A post-homiletical discourse delivered by the Rev. Dr. James R. Beebe

Rector, St. Patrick’s Church, Incline Village, Nevada, December 2, 2007

Text:  Isaiah 2:1-5 – “…all the nations shall stream to it.”



     Did you know that we have five generations represented at St. Patrick’s Church?  That’s right – five!  Want to know which one you’re in?  OK, according to the demographics gurus, here’s the rundown:



            *          If you were born between 1901 and 1924, you’re in the Builder Generation.  You fought – or played a part in – World War II.  You listened to Benny Goodman and danced to the music of the Big Bands.  You’re financially better off now than in the middle of your working years.  You were a Scout and went to college on the G.I. Bill.  You’ve voted for the winning candidate in most of the presidential elections and pretty much trust institutions and people in authority.  You tend to define religion in terms of “belonging.”


            *          If your were born between 1925 and 1942, you’re in the Silent Generation.  You may have fought in Korea, or had friends that did.  Chances are, you worked in a big corporation and you were over 30 when nobody over 30 was to be trusted.  You saw James Dean in “Rebel Without a Cause” and laughed at Jerry Lewis or Stan Freeburg.  You thought about things like the Cold War, fairness, and whether to take chances with your career.  You think or hope that problems can be solved by communication and tend to define religion in terms of interpersonal relationships.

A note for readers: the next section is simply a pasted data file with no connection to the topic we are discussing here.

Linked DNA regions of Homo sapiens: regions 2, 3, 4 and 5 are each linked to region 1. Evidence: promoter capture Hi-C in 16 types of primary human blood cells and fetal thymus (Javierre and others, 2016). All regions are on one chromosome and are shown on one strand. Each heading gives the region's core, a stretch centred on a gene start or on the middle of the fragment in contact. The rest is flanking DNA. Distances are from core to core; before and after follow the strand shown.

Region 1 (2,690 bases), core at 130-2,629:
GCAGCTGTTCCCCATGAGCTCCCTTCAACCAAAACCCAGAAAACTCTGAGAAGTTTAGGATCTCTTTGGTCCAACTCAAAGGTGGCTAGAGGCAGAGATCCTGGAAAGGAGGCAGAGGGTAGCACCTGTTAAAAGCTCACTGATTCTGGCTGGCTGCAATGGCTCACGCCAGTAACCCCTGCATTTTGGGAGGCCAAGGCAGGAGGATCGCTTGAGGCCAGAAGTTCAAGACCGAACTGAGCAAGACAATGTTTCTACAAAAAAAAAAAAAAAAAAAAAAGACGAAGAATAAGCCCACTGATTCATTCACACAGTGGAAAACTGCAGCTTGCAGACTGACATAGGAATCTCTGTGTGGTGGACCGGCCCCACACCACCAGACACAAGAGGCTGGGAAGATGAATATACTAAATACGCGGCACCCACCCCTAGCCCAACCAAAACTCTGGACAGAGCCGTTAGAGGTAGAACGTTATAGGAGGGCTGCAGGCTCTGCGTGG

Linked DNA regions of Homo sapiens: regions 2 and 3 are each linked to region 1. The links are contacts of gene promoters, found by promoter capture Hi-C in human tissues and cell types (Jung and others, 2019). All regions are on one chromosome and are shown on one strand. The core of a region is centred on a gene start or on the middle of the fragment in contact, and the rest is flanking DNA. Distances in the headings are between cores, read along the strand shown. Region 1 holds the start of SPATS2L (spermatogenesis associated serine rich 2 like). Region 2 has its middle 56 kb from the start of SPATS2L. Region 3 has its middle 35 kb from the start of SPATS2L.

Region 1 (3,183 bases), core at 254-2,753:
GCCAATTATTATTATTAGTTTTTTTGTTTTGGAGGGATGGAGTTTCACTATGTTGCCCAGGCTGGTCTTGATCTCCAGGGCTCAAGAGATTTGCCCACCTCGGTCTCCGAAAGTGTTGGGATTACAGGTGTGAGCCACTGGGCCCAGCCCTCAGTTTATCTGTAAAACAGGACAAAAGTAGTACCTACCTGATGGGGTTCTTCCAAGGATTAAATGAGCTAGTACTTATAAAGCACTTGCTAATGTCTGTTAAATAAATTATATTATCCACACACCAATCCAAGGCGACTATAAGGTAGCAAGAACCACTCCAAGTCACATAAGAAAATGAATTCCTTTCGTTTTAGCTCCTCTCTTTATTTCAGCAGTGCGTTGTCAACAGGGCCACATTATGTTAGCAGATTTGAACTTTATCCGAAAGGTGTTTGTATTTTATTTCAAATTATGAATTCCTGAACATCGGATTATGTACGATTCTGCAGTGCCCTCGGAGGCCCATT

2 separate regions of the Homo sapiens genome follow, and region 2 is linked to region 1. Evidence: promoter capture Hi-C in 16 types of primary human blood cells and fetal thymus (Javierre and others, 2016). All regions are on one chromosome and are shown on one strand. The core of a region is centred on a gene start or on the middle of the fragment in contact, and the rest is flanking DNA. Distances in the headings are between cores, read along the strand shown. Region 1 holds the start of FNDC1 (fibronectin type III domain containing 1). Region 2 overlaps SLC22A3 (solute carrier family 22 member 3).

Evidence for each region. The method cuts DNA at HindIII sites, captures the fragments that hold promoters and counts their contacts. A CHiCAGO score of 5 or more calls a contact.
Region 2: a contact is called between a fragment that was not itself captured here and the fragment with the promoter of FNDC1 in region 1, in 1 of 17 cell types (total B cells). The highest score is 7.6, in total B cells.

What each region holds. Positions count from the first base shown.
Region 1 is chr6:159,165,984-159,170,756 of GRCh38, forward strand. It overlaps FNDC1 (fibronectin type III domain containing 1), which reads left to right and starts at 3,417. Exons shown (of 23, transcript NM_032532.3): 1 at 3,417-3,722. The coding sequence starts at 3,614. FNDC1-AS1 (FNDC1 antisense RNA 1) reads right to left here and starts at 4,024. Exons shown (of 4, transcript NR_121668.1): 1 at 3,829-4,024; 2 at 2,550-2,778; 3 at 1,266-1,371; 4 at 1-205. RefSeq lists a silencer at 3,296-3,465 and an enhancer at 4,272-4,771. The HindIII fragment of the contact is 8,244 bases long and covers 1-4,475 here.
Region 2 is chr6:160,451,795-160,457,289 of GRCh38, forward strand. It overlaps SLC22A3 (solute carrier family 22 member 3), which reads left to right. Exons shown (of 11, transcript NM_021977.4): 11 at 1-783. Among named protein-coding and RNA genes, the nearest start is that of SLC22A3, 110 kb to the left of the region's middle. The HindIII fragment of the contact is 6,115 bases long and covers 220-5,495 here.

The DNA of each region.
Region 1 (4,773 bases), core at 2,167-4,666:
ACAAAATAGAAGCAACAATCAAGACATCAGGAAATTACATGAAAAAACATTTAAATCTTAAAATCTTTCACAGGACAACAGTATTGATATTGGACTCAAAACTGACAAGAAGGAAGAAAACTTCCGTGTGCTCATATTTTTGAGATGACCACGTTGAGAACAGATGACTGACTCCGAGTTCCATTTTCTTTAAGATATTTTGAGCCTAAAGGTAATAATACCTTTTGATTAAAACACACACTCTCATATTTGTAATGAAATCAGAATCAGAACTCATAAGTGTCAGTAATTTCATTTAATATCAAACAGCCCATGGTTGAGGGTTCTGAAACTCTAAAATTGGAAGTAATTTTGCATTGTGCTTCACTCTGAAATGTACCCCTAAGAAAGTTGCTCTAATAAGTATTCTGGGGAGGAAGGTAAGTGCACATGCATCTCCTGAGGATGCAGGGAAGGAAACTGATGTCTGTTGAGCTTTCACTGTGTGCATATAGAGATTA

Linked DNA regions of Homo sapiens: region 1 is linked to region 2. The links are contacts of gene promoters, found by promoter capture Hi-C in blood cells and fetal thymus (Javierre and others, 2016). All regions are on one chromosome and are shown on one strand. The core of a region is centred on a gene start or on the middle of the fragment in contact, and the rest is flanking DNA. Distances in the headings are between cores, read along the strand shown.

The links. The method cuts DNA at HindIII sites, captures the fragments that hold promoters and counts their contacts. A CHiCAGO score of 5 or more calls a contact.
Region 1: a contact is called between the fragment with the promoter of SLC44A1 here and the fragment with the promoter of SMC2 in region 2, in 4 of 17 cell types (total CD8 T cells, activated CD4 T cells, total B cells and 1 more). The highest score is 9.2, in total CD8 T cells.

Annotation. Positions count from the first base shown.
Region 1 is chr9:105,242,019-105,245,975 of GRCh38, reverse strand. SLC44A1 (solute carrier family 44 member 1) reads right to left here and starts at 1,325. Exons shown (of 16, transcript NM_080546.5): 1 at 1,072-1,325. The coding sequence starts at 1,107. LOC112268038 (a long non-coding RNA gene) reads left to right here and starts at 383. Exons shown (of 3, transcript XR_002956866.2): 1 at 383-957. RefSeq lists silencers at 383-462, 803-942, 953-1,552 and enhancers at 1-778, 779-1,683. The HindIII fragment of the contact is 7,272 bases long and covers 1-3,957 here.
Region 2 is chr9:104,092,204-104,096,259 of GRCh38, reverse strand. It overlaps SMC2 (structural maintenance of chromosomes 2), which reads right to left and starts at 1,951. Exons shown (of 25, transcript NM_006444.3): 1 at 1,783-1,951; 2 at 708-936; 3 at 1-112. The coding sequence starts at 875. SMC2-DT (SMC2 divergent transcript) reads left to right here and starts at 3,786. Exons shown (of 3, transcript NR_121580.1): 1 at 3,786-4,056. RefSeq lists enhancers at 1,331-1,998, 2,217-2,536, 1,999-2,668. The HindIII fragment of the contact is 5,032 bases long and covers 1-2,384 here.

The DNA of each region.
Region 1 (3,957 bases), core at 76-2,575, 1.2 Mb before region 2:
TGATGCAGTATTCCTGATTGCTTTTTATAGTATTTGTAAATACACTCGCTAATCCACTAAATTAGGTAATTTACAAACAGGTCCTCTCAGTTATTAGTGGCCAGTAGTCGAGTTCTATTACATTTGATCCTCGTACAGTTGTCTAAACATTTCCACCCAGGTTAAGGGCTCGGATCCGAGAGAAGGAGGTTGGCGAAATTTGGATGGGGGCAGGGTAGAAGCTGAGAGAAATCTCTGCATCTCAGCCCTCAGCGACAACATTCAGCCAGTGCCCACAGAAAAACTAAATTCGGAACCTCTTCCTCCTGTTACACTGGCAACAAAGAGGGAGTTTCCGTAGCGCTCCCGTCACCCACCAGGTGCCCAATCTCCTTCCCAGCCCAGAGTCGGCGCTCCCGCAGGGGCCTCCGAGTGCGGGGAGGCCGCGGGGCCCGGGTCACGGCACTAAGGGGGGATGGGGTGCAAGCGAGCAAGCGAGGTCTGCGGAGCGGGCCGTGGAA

*          If you were born between 1943 and 1965, you’re in the Baby Boomer Generation.  Vietnam was the defining moment for your generation and chances are, you were either very much for – or very much against – the war.  You were in your teens or twenties for Woodstock, the moon landing and George McGovern.  You wondered, “Who shot J.R.?”  and “Where’s the beef?”  You had a smallpox vaccination, a tonsillectomy and polio immunization.  You may have wanted – or owned – a Jacuzzi.  You prefer “spiritual” to “religious” and tend to define it in terms of issues, causes and eclectic belief systems.


            *          If you were born between 1966 and 1981, you’re in the Survivor Generation (though Boomers prefer to call you “Gen-X”).  You may like Tracy Chapman, Synton Marsalis, or Bart Simpson.  You had to grow up fast because of busy or divorcing parents, confused leaders and health threats like AIDS.  You are likely to have had a friend who carried a gun to school, went to jail, or committed suicide.  Your generation is less college-educated than your parents’ and you hold no illusions that life is tough and friends are the only ones you can rely on.  You tend to define spirituality in terms of small-scale projects to make the lives of your neighbors better.


            *          If you were born since 1982, you’re in the Millennial Generation.  Your parents took you to see “A Mouse’s Tale” or some other child-affirming movie.  Your parents go out of their way to make you feel wanted and valued because they felt they weren’t.  Your schools and teachers are getting better and better so chances are, you’ll end up as the most well-educated generation in American history.  You’re also whizzes on the computer and can surf – and find – at blinding speeds.  Your parents’ most effective means of disciplining you is to ban instant messaging.  The defining moment in your lives was 9/11.  And the jury’s still out on how to define “spirituality.”